Development of sensors that avoid carbon monoxide, natural gas or bottled gas poisoning
RUVID/DICYT The Theoretical and Computational Chemistry Group of the Universitat Jaume I, led by the professor of Physical Chemistry Juan Andrés Bort, has participated in an international research project for the development of electronic sensors that prevent carbon monoxide, naturalgas and bottled gas poisoning. The work has served as a basis for a bill in Argentina to establish the obligatory nature of installing toxic and explosive gas sensors that have a gas cutting mechanism in public spaces.
The researchers responsible for this project participated in the presentation made in the Chamber of Deputies of Argentina by the deputy Eduardo Bucca, at the end of September. The participants were Miguel Ponce, researcher of the National Council of Scientific and Technical Research (CONICET) of Argentina; Elson Longo, from the Functional Materials Development Centre (CDMF) of the Federal University of São Carlos (UFSCar); Juan Andrés Bort, from the Universitat Jaume I, as well as the director of the Research Institute in Materials Science and Technology Mar de Plata (INTEMA), Guillermo Elicabe.
Currently, there are more than 250 deaths caused by gas and 2,000 poisonings per year in Argentina. In Spain, the figures are lower butstill quite high, with a hundred deaths per year. After five years of research, the research team has developed prototypes of sensors capable of detecting gas concentrations above the risk level and cutting off the gas supply of the affected space. The system is in the process of an international patent and it is divided into two interconnected parts.
The first part consists of sensors that detect the presence of carbon monoxide (CO) and other dangerous gases (such as natural gas and bottled gas) integrated in transmitters. On the other hand, a receiver system consisting of a solenoid valve located inside the gas inlet pipe to the house will be installed. If a gas concentration higher than the safety limit is detected, the transmission systems will emit an audible signal and send a signal to the receiver system, which would interrupt the gas supply.
The sending of the signals between the transmitters and the proposed receiver would be carried out through cables of the electric network, since other current technologies, such as Wi-Fi or Bluetooth, are not effective over long distances and could be affected by environment where they are installed. In addition, the use of this network for its power and communication would avoid the need for additional cable installations. Any system connected to the electrical network of the house could serve as a signal to detect toxic gases and explosives.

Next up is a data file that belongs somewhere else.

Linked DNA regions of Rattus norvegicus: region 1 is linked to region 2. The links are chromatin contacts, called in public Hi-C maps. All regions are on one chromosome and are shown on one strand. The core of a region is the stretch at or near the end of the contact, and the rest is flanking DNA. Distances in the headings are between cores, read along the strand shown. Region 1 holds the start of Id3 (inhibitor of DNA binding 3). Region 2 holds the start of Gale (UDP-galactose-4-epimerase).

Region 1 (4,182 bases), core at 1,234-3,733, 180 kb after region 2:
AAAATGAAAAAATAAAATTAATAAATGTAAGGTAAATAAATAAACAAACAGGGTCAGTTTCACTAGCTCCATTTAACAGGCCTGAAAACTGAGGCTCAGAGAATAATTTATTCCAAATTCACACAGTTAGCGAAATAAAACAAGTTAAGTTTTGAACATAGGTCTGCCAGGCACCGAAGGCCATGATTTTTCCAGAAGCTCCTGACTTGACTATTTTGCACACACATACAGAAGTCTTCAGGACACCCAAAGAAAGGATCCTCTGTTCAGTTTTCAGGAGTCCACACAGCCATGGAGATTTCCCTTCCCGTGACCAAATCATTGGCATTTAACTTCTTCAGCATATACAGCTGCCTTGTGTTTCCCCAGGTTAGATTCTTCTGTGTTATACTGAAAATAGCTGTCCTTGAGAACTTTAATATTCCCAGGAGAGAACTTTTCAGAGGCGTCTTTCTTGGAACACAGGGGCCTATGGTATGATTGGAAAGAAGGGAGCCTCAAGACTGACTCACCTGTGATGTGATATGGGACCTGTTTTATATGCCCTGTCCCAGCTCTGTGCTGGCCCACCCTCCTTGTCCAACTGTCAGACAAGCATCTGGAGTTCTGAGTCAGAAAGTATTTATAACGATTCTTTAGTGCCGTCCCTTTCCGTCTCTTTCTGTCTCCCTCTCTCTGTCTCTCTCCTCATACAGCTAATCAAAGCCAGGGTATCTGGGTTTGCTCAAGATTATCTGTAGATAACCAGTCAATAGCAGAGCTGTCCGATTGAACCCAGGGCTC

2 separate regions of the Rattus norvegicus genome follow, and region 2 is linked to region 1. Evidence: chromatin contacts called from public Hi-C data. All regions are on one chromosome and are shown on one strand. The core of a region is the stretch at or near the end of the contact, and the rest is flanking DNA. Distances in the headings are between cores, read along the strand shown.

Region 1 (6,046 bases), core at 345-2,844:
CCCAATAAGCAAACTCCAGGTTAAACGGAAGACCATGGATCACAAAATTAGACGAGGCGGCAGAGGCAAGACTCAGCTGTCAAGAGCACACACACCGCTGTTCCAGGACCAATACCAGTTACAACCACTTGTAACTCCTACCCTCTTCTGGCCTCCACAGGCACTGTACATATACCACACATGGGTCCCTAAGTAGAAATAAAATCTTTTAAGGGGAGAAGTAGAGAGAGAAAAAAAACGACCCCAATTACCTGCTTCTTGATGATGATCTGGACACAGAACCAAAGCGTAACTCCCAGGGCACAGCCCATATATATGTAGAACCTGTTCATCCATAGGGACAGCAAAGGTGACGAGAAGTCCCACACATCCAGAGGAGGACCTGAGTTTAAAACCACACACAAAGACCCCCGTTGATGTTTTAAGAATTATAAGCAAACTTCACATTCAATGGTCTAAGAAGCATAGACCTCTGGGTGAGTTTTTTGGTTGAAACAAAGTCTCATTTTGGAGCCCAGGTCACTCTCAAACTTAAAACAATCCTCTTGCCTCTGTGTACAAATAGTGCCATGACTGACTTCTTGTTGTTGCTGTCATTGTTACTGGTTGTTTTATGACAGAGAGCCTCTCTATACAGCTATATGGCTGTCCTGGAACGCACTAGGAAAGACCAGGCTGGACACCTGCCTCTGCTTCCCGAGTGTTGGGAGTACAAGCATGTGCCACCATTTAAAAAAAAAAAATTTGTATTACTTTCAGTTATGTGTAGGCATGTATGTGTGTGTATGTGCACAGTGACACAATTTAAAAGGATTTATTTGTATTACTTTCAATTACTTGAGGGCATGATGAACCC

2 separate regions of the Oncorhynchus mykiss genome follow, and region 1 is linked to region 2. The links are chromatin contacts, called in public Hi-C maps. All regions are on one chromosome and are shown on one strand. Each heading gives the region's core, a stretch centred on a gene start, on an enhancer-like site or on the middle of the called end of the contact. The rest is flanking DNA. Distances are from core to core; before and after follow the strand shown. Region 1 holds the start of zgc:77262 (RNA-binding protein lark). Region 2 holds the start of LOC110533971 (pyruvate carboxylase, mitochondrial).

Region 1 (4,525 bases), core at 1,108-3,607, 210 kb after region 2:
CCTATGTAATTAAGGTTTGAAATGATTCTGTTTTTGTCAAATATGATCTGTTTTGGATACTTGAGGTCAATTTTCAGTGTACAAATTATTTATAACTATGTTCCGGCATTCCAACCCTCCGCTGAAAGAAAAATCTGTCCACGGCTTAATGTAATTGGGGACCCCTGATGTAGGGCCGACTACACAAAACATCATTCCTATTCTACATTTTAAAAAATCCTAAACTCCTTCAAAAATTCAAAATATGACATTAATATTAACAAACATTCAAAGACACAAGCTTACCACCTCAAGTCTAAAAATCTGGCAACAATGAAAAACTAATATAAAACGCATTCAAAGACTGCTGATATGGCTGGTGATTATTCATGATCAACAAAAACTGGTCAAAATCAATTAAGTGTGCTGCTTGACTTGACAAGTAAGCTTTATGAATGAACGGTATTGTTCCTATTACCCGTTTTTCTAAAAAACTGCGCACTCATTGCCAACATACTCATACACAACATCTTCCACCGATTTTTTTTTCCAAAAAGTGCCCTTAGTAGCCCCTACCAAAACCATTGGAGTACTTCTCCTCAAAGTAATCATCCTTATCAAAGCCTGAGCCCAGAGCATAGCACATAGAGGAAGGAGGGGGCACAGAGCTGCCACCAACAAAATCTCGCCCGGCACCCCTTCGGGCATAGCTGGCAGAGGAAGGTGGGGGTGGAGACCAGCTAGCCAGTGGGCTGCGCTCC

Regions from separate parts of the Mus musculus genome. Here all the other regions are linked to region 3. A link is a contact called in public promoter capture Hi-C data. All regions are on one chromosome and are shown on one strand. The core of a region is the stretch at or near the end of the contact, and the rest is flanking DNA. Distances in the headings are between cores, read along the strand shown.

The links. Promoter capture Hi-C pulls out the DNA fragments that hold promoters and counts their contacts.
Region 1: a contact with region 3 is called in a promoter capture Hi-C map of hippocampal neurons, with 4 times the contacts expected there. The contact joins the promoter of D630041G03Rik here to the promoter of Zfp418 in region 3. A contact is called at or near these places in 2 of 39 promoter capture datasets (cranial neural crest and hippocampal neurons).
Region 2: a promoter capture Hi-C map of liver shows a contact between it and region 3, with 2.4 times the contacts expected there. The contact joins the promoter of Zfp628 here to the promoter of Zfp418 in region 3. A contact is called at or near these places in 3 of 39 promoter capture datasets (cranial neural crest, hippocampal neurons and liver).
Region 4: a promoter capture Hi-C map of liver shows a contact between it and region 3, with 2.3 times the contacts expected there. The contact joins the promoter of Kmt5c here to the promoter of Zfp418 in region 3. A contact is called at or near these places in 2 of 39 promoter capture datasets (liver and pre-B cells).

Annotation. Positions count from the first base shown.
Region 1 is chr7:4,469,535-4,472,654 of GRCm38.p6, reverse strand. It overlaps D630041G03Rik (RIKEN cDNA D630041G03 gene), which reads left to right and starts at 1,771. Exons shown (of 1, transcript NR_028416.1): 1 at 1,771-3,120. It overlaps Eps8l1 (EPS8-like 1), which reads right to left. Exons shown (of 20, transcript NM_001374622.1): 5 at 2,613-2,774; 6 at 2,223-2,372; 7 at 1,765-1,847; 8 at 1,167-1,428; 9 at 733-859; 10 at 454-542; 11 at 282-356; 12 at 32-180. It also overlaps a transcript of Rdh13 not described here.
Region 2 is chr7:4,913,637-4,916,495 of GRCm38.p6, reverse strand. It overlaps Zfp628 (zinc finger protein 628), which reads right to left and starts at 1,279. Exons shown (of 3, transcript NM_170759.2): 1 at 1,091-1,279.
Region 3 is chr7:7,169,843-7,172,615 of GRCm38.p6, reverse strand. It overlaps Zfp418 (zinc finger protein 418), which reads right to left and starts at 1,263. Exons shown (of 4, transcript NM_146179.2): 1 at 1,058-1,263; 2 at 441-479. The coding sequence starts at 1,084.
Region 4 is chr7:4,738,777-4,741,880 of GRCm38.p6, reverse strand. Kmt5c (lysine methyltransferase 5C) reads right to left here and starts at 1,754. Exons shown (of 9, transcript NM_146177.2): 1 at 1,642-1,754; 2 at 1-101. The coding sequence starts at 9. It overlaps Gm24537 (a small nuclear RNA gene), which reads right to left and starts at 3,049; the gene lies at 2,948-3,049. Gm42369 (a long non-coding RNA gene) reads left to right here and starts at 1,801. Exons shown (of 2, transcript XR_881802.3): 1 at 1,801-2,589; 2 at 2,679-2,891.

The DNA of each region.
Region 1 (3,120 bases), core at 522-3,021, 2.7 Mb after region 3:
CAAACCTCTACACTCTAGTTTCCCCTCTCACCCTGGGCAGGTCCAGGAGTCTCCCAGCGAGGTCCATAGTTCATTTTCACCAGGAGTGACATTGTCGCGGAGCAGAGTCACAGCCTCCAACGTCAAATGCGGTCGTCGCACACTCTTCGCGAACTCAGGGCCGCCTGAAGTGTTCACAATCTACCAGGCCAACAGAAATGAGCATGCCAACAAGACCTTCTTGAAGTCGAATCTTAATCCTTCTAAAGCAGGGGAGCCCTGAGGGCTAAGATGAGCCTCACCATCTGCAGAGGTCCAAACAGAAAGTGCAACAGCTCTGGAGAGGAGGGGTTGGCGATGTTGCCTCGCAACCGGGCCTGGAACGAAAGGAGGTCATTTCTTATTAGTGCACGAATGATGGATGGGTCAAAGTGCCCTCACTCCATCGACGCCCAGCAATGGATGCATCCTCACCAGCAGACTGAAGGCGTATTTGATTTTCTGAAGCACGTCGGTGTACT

It is important to note that this security technology does not interfere with existing household elements. In addition, if gas was detected, not only the combustion sector of the equipment using gas would be protected, but the entire system, including gas leaks in the pipes of the household network that are linked to household appliances, showers and central heating equipment. In this way, possible poisonings could be avoided due to the inhalation of CO generated in incomplete combustions, losses of natural gas or bottled gas and explosions or fires.
This project has been carried out thanks to the international collaboration between several research groups, which have started from basic research to finally reach an application. The group of Theoretical and Computational Chemistry of the UJI, led by Juan Andrés Bort, together with the group of Professor Elson Longo, have worked on the development of nanoparticle materials, especially cerium oxide materials with high selectivity and optimal response to carbon monoxide and other types of gases. On the other hand, in Argentina they have studied the electrical behaviour of these materials treated with gas.
The project has also had the collaboration of Alexandre Simões, professor at the São Paulo State University (Unesp), and Cesare Malagú, professor at the University of Ferrara, in Italy. It is funded by the State Research Agency of São Paulo (FAPESP), the National Council of Scientific and Technological Development of Brazil (CNPq), the National Council of Scientific and Technical Research of Argentina (Argentina), the Spanish Ministry of Science, Research and Universities and the National Institute of Nuclear Physics of Italy (INFN).